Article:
Desperate May to head back to Brussels
PUBLISHED: 16:40 10 December 2018
PA Wire/PA Images
With her tail firmly between her legs, Theresa May is to go back to the European Union in a bid to renegotiate her Brexit plan.
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After cancelling the meaningful vote May made a statement to the House of Commons admitting the government did not have the numbers to get it through.
The prime minister said she believed there was “a majority to be won” in the Commons on her deal, if she is able to “secure additional reassurance on the backstop”.
May said the fundamental question for MPs to answer was: “Does this House want to deliver Brexit?” If so, she said that they needed to ask themselves whether they were willing to make compromises.
She added that it was an “inescapable fact” that the Northern Ireland/Ireland border would become the external EU border on March 30.
She told the Commons: “The challenge this poses must be met, not with rhetoric, but with real and workable solutions.
“Businesses operate across that border, people live their lives crossing and recrossing it every day.
“I have been there and spoken to some of those people, they do not want their every-day lives to change as a result of the decision we have taken. They do not want a return to a hard border.
“If this House cares about preserving our Union it must listen to those people because our Union will only endure with their consent.”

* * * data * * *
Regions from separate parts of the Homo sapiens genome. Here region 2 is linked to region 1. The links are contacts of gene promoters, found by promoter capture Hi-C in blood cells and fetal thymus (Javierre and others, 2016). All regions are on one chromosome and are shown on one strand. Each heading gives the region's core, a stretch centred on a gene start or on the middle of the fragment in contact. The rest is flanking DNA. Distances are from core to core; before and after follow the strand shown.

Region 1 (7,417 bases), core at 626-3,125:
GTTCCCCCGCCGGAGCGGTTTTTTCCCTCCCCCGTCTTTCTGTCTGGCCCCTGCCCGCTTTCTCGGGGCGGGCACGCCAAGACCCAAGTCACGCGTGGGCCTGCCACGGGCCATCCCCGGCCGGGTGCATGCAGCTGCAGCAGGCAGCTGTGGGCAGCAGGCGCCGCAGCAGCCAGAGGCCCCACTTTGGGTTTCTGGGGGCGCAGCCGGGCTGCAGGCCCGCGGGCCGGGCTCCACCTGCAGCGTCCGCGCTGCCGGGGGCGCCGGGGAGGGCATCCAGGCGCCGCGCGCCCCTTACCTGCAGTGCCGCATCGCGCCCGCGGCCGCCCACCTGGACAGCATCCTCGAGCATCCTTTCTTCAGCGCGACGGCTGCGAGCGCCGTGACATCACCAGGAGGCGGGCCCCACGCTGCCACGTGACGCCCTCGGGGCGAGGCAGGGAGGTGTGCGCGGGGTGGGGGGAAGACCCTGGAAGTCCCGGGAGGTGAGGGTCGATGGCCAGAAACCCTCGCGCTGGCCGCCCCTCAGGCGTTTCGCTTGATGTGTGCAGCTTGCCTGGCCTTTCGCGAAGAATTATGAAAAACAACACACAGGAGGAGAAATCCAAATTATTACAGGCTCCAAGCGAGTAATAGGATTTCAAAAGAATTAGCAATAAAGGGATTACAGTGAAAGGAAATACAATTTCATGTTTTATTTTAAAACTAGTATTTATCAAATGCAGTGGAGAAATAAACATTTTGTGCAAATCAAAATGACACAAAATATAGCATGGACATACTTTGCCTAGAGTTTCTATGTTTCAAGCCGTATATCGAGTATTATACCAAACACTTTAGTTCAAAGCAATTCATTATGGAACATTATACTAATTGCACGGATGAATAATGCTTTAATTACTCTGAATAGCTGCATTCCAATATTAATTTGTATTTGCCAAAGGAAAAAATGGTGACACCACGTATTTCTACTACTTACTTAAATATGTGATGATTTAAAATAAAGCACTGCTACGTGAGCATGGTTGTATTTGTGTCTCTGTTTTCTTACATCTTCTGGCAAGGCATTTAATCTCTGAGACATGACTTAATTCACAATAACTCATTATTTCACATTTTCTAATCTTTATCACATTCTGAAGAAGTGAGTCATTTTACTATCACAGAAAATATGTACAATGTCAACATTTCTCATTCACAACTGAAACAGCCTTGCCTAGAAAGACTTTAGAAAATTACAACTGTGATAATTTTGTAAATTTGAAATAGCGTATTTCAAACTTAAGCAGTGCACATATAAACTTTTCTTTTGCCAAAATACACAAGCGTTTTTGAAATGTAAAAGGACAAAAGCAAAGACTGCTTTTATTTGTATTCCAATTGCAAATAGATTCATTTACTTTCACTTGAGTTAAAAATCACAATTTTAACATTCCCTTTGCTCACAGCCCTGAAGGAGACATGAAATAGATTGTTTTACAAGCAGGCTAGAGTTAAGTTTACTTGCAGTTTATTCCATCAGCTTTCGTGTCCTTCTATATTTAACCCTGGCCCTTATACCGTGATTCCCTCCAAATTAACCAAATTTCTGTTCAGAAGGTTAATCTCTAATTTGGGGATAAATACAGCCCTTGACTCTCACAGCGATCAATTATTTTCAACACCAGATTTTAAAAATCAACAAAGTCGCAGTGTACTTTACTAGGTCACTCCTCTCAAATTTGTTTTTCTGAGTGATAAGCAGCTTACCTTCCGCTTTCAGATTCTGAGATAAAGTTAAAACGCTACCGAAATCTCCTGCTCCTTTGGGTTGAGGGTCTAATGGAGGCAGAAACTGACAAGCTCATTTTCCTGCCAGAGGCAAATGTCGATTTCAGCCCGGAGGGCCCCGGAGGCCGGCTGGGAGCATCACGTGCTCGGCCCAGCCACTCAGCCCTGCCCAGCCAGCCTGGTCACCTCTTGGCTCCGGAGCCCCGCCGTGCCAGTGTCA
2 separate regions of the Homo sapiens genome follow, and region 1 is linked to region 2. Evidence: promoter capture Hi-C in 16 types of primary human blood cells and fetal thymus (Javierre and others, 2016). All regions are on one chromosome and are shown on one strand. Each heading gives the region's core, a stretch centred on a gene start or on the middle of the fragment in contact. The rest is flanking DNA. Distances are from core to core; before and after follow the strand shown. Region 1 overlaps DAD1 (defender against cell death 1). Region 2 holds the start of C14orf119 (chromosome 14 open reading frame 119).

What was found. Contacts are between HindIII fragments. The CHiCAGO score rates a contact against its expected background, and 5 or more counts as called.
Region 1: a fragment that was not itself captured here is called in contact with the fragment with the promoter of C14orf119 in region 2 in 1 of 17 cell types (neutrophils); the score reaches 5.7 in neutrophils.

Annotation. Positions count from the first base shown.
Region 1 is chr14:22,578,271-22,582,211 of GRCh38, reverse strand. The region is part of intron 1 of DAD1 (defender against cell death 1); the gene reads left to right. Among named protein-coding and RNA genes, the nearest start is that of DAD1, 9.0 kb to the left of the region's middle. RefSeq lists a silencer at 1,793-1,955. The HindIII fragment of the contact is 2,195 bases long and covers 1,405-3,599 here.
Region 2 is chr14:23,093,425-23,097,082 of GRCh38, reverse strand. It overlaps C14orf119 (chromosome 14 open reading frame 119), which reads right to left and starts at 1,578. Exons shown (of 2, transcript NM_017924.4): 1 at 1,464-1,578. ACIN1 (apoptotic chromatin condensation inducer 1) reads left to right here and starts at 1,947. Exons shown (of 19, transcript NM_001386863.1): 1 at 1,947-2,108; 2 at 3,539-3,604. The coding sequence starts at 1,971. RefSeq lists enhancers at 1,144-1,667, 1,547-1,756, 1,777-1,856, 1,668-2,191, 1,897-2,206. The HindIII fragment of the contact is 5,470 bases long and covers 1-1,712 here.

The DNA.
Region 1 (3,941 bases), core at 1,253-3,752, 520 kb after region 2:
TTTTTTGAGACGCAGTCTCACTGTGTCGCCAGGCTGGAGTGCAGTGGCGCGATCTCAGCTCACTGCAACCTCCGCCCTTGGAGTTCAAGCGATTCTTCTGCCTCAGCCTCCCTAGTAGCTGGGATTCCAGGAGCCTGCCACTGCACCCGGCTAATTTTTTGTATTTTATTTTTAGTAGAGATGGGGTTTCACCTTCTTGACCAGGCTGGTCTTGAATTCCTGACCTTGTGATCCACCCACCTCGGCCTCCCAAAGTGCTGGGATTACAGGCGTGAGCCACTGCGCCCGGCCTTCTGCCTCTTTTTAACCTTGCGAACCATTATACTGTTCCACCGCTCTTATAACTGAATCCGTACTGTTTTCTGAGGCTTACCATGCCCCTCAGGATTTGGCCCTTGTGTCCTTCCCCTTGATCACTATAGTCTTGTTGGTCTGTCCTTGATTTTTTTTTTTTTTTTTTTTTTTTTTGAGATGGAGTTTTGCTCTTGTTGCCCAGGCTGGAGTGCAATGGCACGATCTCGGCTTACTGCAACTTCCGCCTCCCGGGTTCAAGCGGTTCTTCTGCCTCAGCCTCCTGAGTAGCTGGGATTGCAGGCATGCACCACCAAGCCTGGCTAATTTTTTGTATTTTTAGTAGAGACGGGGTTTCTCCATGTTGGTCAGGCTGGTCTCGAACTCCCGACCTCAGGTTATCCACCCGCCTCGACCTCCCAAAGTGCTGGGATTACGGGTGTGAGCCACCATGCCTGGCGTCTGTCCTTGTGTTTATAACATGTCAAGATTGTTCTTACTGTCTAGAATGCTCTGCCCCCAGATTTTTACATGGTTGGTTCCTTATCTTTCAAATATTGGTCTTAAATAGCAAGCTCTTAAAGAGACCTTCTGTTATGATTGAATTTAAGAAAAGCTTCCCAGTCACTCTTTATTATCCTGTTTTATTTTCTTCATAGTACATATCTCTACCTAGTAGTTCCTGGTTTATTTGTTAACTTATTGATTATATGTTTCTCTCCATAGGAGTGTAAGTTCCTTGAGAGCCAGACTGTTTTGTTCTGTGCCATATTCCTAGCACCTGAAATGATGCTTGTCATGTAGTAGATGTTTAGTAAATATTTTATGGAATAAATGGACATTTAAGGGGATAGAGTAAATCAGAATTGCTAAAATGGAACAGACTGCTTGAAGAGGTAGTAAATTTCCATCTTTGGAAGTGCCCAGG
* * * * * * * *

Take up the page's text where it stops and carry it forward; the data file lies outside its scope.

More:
Attacking the prime minister for excluding her own Brexit secretaries from negotiations and not listening to MPs, Jeremy Corbyn said May must listen or go.
He said: “It’s not only possible but necessary that this House debates the negotiating mandate the PM takes to Brussels – there’s no point at all this PM bringing back the same deal again which is clearly not supported by this House.
“We’re now on our third Brexit secretary and it appears each and every one has been excluded from these vital negotiations.
“We were promised a precise and substantive document and got a 26-page wishlist and they have become the first government in British history to be held in contempt of parliament.
“The government is in disarray, uncertainty is building, uncertainty is building for business, people are in despair at the state of these failed negotiations and concerned about what it means for their jobs and communities – and the fault of that lies solely at the door of this shambolic government.”
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